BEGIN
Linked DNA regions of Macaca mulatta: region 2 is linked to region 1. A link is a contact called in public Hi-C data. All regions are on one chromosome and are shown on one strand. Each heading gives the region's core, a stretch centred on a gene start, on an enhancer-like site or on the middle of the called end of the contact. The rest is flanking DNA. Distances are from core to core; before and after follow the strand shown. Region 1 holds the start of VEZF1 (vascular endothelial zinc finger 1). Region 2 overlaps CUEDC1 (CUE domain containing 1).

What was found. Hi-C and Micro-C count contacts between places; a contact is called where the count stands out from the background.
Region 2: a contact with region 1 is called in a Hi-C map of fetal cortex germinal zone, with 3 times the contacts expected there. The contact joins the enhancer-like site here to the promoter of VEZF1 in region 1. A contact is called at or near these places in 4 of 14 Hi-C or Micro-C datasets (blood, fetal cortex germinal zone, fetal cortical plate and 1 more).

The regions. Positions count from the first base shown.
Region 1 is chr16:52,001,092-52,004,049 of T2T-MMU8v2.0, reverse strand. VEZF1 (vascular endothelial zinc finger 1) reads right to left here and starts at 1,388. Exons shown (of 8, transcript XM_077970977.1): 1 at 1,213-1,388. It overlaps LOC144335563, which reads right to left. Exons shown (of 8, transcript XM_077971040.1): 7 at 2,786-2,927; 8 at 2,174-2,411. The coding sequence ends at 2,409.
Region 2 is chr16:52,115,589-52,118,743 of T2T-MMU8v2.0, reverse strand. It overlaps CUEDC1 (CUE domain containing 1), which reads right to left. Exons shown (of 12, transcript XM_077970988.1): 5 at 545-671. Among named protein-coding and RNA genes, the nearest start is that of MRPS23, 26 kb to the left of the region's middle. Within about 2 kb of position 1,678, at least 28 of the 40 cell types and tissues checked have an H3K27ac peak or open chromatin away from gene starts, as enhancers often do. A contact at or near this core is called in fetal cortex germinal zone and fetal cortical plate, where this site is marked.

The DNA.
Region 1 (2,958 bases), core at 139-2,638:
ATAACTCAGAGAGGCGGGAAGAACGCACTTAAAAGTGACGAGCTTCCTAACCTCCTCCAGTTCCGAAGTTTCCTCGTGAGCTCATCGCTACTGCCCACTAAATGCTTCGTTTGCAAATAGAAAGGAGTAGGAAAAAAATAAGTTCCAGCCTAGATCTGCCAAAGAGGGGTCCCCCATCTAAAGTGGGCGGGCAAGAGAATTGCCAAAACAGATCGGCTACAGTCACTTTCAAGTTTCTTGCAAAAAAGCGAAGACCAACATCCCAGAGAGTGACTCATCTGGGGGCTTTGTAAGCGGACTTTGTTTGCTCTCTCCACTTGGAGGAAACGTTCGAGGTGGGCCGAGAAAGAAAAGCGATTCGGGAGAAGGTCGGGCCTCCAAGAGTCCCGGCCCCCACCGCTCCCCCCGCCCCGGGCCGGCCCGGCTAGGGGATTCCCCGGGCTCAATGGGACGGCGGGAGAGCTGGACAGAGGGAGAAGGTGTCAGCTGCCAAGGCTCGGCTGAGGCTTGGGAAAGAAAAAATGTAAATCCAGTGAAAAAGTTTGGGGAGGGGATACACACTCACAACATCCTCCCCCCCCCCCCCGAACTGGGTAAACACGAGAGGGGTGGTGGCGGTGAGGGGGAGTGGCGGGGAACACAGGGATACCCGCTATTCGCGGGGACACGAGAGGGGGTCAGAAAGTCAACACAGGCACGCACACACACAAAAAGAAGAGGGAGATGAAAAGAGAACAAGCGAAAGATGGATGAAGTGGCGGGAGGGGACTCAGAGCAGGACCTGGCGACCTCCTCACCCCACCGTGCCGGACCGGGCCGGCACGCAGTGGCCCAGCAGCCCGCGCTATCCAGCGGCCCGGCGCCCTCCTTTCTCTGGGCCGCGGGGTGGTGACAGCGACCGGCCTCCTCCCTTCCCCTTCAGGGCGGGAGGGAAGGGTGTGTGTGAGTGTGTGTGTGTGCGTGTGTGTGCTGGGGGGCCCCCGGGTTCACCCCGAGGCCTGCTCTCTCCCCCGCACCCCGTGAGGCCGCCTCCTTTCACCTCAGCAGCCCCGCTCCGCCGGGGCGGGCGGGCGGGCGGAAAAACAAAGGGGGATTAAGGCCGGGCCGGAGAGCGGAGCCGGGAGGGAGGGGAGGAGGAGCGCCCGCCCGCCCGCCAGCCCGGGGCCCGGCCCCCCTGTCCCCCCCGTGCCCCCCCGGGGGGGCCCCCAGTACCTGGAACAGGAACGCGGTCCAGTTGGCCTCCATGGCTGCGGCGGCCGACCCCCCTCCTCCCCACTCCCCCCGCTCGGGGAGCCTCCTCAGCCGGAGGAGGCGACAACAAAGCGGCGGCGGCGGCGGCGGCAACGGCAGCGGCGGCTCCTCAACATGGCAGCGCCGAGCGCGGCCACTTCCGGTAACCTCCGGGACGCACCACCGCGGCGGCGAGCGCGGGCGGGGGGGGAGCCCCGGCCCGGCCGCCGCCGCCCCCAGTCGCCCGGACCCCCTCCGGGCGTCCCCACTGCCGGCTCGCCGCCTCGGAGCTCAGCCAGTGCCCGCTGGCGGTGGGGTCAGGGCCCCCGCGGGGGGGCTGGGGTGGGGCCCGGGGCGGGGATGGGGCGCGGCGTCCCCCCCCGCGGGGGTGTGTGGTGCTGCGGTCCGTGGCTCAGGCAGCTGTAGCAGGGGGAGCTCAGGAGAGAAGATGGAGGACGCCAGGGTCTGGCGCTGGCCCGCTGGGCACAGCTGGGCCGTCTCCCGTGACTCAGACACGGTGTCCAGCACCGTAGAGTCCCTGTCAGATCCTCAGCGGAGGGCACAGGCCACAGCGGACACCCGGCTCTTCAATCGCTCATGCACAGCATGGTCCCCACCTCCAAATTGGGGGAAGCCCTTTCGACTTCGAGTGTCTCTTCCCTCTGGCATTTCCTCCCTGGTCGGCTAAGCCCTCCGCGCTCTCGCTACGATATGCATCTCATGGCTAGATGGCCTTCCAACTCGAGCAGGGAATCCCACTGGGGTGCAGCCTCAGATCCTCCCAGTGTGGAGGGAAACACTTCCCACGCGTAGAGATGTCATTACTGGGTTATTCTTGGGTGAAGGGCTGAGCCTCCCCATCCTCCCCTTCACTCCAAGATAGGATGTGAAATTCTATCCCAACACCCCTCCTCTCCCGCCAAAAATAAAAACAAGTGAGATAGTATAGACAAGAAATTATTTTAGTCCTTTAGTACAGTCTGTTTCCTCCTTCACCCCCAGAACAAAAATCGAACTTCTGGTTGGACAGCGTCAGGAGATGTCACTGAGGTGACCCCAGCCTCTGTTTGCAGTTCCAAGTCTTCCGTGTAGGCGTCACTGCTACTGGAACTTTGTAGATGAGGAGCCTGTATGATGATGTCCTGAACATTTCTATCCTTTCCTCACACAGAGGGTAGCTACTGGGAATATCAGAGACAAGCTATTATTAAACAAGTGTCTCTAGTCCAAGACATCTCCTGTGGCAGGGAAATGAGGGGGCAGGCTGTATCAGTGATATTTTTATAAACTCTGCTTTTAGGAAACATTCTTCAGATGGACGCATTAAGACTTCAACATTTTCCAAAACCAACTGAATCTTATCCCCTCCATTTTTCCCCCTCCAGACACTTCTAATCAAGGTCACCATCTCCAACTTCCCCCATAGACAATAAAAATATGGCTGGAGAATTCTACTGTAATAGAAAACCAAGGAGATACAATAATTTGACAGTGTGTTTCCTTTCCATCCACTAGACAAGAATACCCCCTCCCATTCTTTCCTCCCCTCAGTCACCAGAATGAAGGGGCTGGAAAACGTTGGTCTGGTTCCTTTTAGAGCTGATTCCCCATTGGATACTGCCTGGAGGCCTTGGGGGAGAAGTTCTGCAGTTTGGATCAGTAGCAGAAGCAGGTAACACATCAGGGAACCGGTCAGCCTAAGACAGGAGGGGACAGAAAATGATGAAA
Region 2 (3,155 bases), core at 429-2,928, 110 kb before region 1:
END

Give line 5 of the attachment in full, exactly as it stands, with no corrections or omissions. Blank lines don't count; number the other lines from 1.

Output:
Region 1 is chr16:52,001,092-52,004,049 of T2T-MMU8v2.0, reverse strand. VEZF1 (vascular endothelial zinc finger 1) reads right to left here and starts at 1,388. Exons shown (of 8, transcript XM_077970977.1): 1 at 1,213-1,388. It overlaps LOC144335563, which reads right to left. Exons shown (of 8, transcript XM_077971040.1): 7 at 2,786-2,927; 8 at 2,174-2,411. The coding sequence ends at 2,409.